Overwatch: Why Your Team is Trash

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You’ve been there before: you have gold elims, healing, and damage as Zenyatta in a ranked game. You’re getting kills, but your team is still losing somehow. Why are they so bad? Why do you keep getting matched with trash teammates? Well, I’ve played about 300 hours of Overwatch, and I’ve talked to some high elo players to gather some information.  Before going into the specifics behind why your team is losing, I’ll talk about why SR matters, not medals. (This article only applies to ranked games, since Arcade mode and quickplay are trash and don’t matter.)

Skill Rating Matters, not Medals

Skill Rating is what matters in Overwatch, not the amount of medals you get per match. You can always farm medals with specific heroes. If you want to guarantee gold damage, Junkrat will usually have higher dps than any other hero. He destroys Rein shield, and he’ll cause a considerable amount of chip damage to the enemy team without guaranteeing kills. Spraying with soldier will also give you the same effect, even if you don’t manage to kill anything. If you want to farm gold elims and objective kills, you can hang back with D.Va and use her as a sniper. You’ll tag all of the enemies (getting kill participation), but you won’t be doing much work for your team. In both of these cases, you can look good with your medals, but it doesn’t help the team. It really boils down to how many games you are winning and your SR.

Finally, if you’ve been in bronze for a month, then you belong there. There isn’t such thing as elo hell. Don’t worry though, this article will shed some light on why some of those games where you carried still ended in a loss, and it will help you make decisions in future games. There’s two big contributing factors to ranked games: the players on your team are all playing the game differently, or your team is incapable of choosing a winning composition.

Everyone Plays Overwatch Differently

This is obvious when said out loud, but this took me and some high elo friends a good amount of time to really understand. Everyone plays the game differently, and they’ll use a particular hero differently. So, if you’re soldier, and you’re in front of your Reinhardt running down the main path, then you’re putting yourself at significant risk. If he’s playing like a pussy, then you have to adjust to his playstyle, since he’s the one with the bigass shield that will protect you from damage.

Again, it’s obvious, but it’s a crucial lesson to learn. Not only do you have to be playing well, but you have to be playing in a way that synergizes with your team. Not just through raw picks, but your playstyles have to be able to mesh. When the team decides to pull back, everyone should be trying to retreat. Don’t die simply to trade.

How to Adjust to the Different Playstyles Quickly

I usually play a tank, and I’m pretty aggressive compared to other players. However, when I watched some replays (yes, I take the game that seriously), I noticed that my aggression would always have mixed results. I would have two healers, but the Ana would be too far back to heal me once I charged in as Rein. Or, no one would be able to help me out when I jumped in as Winston to get a pick. The team composition looked solid, but we weren’t on the same page behind how aggressive/passive we were going to handle situations. Although communication helps, it’s not until you see how the other person plays that you know how they’re really going to handle a situation. (Fight or flight kinda thing.)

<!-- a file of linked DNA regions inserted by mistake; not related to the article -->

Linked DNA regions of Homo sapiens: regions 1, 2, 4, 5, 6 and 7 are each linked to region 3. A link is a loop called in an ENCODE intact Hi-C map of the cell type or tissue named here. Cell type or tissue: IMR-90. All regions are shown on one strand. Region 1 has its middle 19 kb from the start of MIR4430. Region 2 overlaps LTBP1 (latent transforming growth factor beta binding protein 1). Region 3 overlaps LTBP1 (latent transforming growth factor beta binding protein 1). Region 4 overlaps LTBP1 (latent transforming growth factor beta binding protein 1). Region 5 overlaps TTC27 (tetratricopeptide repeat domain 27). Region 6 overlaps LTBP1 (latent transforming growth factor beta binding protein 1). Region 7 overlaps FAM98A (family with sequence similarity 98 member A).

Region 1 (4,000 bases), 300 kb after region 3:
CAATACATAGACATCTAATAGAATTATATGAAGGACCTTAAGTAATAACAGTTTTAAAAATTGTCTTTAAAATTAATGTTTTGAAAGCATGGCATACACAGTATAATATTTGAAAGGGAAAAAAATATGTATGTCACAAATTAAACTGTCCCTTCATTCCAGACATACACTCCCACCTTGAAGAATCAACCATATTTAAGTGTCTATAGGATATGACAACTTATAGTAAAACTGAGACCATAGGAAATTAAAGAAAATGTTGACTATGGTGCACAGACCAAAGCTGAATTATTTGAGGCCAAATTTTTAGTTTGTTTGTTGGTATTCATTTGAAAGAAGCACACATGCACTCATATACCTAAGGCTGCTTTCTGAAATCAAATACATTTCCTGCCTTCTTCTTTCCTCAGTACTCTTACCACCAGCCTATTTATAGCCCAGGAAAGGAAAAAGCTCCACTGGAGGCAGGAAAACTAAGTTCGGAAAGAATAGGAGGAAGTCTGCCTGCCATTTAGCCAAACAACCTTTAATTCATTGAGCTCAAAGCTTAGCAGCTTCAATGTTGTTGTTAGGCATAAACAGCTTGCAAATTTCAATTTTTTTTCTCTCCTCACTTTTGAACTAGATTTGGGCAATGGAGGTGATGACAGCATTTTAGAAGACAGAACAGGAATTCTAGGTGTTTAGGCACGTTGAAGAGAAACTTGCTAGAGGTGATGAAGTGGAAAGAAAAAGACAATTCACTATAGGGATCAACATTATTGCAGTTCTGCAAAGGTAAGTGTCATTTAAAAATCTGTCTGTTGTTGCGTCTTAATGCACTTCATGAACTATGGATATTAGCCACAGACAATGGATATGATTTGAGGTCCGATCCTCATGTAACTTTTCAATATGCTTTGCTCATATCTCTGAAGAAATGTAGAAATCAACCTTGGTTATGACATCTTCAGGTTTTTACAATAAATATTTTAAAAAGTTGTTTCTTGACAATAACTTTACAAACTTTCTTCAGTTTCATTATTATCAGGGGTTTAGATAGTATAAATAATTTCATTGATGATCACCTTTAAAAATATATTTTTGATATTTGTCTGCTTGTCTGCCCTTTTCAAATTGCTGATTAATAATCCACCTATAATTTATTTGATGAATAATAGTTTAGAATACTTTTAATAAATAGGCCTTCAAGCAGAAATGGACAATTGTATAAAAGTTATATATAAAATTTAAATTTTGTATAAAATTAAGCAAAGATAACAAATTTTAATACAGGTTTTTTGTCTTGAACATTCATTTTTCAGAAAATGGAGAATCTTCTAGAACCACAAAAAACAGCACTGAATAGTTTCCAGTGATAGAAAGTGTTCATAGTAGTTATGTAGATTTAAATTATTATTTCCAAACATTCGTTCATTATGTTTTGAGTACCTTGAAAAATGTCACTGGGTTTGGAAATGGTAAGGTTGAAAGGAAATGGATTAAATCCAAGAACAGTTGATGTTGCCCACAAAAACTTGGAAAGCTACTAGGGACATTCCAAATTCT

So how do you handle this in solo queue, where you’ve never met the players before? You just have to learn quick, but there are big giveaways. If you see a Soldier being an idiot and standing in an aggressive position, like the choke at King’s Row on defense, then you can guess he’ll play aggressive. So, if you’re Rein, stand in front of him and try to protect him. (As dumb as he might be, if he dies quickly, the team is fucked.)

If you’re an Ana with the same jackass Soldier, then get yourself closer to the action and make sure he stays alive. Like I said, overall, the strategy of being this aggressive at the choke might be a bad idea, but if everyone is working with the same cohesion, then the chances of winning skyrocket. (You can try talking to the soldier to get back, but in the time I’ve played, telling people exactly what to do doesn’t really work.)

Choosing a Winning Composition

This one is much more obvious but harder to actually put into practice. Your team needs to be able to counter the other team. If they’re running a Bastion/Mercy/Rein combo on the first point of Eichenwalde (for defense), then your team needs to be able to counter it. A dive composition can usually take care of this. I remember when I was a silver in season 2, we simply couldn’t put one together. No one knew how to use a high mobility DPS heroes like Genji, so we never capped the first point. It’s hilarious looking back at it, but the reality was that we lost at hero select.

How to Adjust to Different Situations

To not get caught in the hilarious situation like me on Eichenwalde, learn a hero to handle different situations. Learn a healer, because you’re always going to be in a team at some point who doesn’t want to heal. (Every quickplay game ever.) Learn a go to tank, because tanks are insanely OP right now. Finally, learn a really consistent DPS to be able kill things if needed.

Easy, right?

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